Heriot’s have a big week ahead of them. That Barbarians match takes place on Tuesday evening at Goldenacre, with several well-kent faces to be found in the visitors’ dressing room. The amateur club, facing a team that includes 11 capped players from six different countries, are managed by former Goldenacre favourite Rory Lawson.
Just four days later, Heriot’s take part in the inaugural club BT Premiership league final on Saturday, 25 April, in a bid to win their fourth title since the leagues were established in 1973/74. Under the old first-past-the-post rules they would have been champions this year after finishing the regular season a whopping ten points clear of their nearest rivals. Heriot’s are rightly proud of being the only club never to have been relegated from top-flight rugby in all that time.
More than just being successful, Heriot’s have always showcased an enterprising brand of rugby far more common now than it was even a decade ago when many teams were still happy to stick the ball up their jumpers. Goldenacre has not always attracted the numbers that their stylish rugby has warranted but, under the watch of the current president Iain Milne and coach Phil Smith, the place has enjoyed renewed success both on and off the field. Former players’ lunches hosted by the genial giant Milne regularly attract a full house and, whatever the outcome next Saturday, this generation of Heriot’s players have already tasted success with last season’s cup victory over Hawks.
T0 mark the 125th anniversary a committee of the great and the good of Goldenacre (aka I. Milne Esq, pictured below) put together a Heriot’s XV culled from across the centuries. The team is inevitably skewed towards more recent history but some oldies still make the cut.
Heriot’s are spoilt for choice here, with Andy Irvine, Ken Scotland and Dan Drysale, but the latter gets the nod. Drysdale toured South Africa with the Lions in 1924, playing in all four Tests before helping Scotland to the Grand Slam the following year.
Perhaps best known as a counter-attacking full-back, Irvine had all the skills to be totally at ease on the wing as well. Lightning quick, he was a regular in the Test team throughout three Lions tours.
Father of the actor Roy Kinnear (and grandfather to Rory), Roy senior was capped three times in 1926 before moving to England and switching to rugby league.
A doctor by trade (and brother of prop Jim) Harry was a hard-running centre who turned out for Scotland B on several occasions between 1977-81.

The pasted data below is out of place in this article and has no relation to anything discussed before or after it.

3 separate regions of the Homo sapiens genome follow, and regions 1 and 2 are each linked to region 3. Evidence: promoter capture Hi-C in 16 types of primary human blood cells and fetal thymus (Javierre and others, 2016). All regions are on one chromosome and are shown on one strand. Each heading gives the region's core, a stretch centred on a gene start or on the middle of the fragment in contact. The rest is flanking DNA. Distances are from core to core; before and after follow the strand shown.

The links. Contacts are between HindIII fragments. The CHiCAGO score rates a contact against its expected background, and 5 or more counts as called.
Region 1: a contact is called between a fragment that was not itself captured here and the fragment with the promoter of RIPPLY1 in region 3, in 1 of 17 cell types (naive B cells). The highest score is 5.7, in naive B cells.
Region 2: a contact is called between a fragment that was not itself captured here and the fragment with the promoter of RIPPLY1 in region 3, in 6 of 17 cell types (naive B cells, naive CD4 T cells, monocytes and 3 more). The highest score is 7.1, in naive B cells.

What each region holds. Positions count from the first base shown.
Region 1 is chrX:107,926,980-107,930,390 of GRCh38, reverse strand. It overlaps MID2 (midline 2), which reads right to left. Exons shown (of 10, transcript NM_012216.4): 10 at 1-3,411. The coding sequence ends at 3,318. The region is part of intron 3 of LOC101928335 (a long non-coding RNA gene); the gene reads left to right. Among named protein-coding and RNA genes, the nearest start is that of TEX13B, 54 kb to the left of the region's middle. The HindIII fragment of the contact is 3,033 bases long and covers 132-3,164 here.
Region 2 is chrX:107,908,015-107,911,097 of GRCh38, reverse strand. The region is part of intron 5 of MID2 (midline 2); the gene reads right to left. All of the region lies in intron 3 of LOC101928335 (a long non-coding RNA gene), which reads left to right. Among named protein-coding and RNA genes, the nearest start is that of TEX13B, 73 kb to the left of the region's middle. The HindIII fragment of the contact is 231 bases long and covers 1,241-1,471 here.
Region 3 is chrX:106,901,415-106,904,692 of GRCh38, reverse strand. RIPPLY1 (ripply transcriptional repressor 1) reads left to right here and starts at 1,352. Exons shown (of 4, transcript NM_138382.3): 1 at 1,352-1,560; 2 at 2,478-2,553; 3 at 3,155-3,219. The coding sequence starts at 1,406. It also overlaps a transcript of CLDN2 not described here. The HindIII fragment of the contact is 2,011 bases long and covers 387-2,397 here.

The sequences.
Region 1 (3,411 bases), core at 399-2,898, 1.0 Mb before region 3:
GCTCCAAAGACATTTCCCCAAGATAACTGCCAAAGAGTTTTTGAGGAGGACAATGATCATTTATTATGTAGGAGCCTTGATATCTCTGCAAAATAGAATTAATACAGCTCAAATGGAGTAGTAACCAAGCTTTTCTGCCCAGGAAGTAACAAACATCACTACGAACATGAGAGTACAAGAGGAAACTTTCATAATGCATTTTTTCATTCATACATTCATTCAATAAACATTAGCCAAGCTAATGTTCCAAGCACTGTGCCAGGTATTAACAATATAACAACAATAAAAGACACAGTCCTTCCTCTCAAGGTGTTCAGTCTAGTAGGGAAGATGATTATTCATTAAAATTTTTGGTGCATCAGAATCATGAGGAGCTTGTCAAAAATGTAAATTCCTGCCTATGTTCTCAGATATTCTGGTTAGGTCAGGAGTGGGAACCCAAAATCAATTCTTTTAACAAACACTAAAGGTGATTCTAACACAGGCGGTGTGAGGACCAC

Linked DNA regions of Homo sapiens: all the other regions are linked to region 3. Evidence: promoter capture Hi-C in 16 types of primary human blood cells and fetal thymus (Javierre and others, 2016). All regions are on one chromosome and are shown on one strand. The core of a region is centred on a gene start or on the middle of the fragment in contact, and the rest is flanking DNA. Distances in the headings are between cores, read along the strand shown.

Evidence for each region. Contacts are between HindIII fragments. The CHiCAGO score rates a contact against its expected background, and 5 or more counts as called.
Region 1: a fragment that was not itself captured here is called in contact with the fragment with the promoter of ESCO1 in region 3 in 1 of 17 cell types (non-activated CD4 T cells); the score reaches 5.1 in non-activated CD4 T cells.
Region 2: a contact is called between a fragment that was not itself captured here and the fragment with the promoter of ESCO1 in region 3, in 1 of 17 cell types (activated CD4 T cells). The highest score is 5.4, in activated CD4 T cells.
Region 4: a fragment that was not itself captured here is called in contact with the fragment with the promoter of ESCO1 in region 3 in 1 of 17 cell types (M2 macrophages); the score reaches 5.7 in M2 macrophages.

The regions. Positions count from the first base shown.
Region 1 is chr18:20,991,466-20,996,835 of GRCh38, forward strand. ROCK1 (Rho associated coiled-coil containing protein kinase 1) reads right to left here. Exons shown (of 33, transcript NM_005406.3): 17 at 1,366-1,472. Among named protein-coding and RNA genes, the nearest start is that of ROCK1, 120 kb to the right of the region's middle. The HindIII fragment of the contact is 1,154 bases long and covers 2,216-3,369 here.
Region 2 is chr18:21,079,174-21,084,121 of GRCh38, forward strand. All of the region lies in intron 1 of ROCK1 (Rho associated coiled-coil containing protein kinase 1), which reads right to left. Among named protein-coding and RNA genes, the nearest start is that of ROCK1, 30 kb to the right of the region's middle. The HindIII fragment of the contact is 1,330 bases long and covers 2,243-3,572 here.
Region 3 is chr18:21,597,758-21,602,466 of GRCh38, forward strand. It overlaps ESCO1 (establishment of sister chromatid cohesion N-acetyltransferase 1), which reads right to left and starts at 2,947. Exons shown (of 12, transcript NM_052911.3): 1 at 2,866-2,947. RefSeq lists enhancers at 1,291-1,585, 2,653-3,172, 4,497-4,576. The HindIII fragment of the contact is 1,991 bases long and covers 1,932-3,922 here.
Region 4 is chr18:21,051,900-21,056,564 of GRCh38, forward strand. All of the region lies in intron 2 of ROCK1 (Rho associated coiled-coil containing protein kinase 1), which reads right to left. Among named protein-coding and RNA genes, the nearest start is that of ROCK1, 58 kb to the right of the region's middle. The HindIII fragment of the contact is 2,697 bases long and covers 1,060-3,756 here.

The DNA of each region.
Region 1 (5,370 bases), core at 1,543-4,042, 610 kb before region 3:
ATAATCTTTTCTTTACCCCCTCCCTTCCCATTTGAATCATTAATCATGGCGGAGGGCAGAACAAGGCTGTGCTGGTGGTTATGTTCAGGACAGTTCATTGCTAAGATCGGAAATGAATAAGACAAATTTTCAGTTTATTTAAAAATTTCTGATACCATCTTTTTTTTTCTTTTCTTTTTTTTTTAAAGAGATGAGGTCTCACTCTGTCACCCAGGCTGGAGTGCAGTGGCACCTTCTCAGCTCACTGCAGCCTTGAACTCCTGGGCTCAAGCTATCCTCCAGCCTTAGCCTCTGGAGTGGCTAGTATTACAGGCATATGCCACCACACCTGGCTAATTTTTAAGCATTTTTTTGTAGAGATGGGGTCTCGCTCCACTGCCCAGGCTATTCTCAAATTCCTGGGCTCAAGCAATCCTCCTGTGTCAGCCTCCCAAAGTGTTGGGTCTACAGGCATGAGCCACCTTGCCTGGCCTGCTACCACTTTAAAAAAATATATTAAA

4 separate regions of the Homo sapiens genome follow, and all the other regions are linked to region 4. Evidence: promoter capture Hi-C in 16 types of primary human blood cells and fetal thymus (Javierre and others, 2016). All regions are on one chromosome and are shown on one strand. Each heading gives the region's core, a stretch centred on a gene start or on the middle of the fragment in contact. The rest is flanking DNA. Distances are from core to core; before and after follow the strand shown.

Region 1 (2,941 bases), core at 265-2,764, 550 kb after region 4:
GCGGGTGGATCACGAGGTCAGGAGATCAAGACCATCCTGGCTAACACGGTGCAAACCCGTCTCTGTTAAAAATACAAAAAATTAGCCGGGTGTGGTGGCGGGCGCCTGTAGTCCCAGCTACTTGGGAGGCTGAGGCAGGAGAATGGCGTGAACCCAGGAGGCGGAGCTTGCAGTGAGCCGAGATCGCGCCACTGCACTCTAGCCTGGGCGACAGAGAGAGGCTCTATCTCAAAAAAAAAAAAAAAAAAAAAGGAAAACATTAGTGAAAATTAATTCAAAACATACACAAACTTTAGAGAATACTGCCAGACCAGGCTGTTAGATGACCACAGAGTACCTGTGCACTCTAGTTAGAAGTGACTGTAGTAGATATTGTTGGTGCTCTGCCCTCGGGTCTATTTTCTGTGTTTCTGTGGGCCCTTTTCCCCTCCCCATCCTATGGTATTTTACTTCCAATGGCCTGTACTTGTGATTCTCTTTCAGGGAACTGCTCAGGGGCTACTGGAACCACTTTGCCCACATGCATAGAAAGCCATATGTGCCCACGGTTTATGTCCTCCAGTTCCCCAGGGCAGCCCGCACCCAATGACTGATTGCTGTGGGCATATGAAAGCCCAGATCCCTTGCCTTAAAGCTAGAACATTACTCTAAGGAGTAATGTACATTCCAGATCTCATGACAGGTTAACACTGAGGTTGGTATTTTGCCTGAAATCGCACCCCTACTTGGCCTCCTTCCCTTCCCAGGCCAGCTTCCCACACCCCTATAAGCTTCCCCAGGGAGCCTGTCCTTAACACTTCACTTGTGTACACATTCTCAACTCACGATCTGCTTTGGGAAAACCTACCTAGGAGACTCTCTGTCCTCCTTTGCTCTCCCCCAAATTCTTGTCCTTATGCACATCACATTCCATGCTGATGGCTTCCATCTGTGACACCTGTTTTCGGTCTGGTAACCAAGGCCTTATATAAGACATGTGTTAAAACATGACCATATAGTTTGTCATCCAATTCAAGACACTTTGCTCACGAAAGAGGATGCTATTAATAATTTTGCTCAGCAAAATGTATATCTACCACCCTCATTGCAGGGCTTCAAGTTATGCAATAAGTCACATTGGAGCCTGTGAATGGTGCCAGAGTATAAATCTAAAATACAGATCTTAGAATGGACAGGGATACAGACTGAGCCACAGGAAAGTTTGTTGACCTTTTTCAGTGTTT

11 Peter Steven
An elusive and pacey winger with a great step, Steven earned four caps in the early 1980s, with his first coming against the 1984 Wallabies when his opposite number, David Campese, scored a brace. Ouch.
The selectors had to a find a place for the man who was the personification of skill over muscle in way that typified the club both then and now. Scotland was another full-back by training, he toured Australia with the 1959 Lions and claimed 12 tries in all.
There has been some tough competition in this shirt, not least from Rory’s dad Alan, who will be miffed that junior beat him to the spot, but perhaps that’s what you get for joining London Scottish for the best part of your career.
A vet by profession (and brother of centre Harry) Jim was loosehead prop in the 1979 league-winning team and earned four Scotland caps the following season.
We sniffed this selection carefully for the faintest whiff of filial bias but could find none. Kenny was arguably unlucky not to have won more caps than the 40 he finished with…or so he continually claims.
We know “the Bear” was very, very good indeed, he has told us so more than once, and he was right, especially in the tight exchanges. Iain Milne may have been a little one-paced about the park for the modern game but what wouldn’t Vern Cotter give for his ilk right now?
A practising vet, Deas was capped twice in 1947 and went on to become the club’s president.
He just pipped Andy MacDonald to the shirt despite turning out for England’s A team after moving down south and playing for Harlequins.
An uncompromising back-row forward who was capped three times in 1960 before going on to become the Heriot’s president.
7 EJ “Sam” Oxley
Known to all as “Sam” (short for Sambo), Oxley was a brilliant sevens exponent. Sadly he lived in an era when the colour of your skin meant that despite being outstanding on the field he never did stand out when the selectors met. The flanker should have been Scotland’s first black player in 1935, 75 years before Joe Ansbro put that one to bed.
8 Simon Taylor
Joined Heriot’s straight from school and played for a couple of seasons before picking up a pro contract and going all the way to Scotland and Lions fame. Now an occasional player for rivals Watsonians.
Substitutes’ bench: Bruce Douglas, David Milne, Bob Tollervy, Kevin Rafferty, Alan Lawson, Gordon Ross, Hugh Gilmour, Bill Gammell.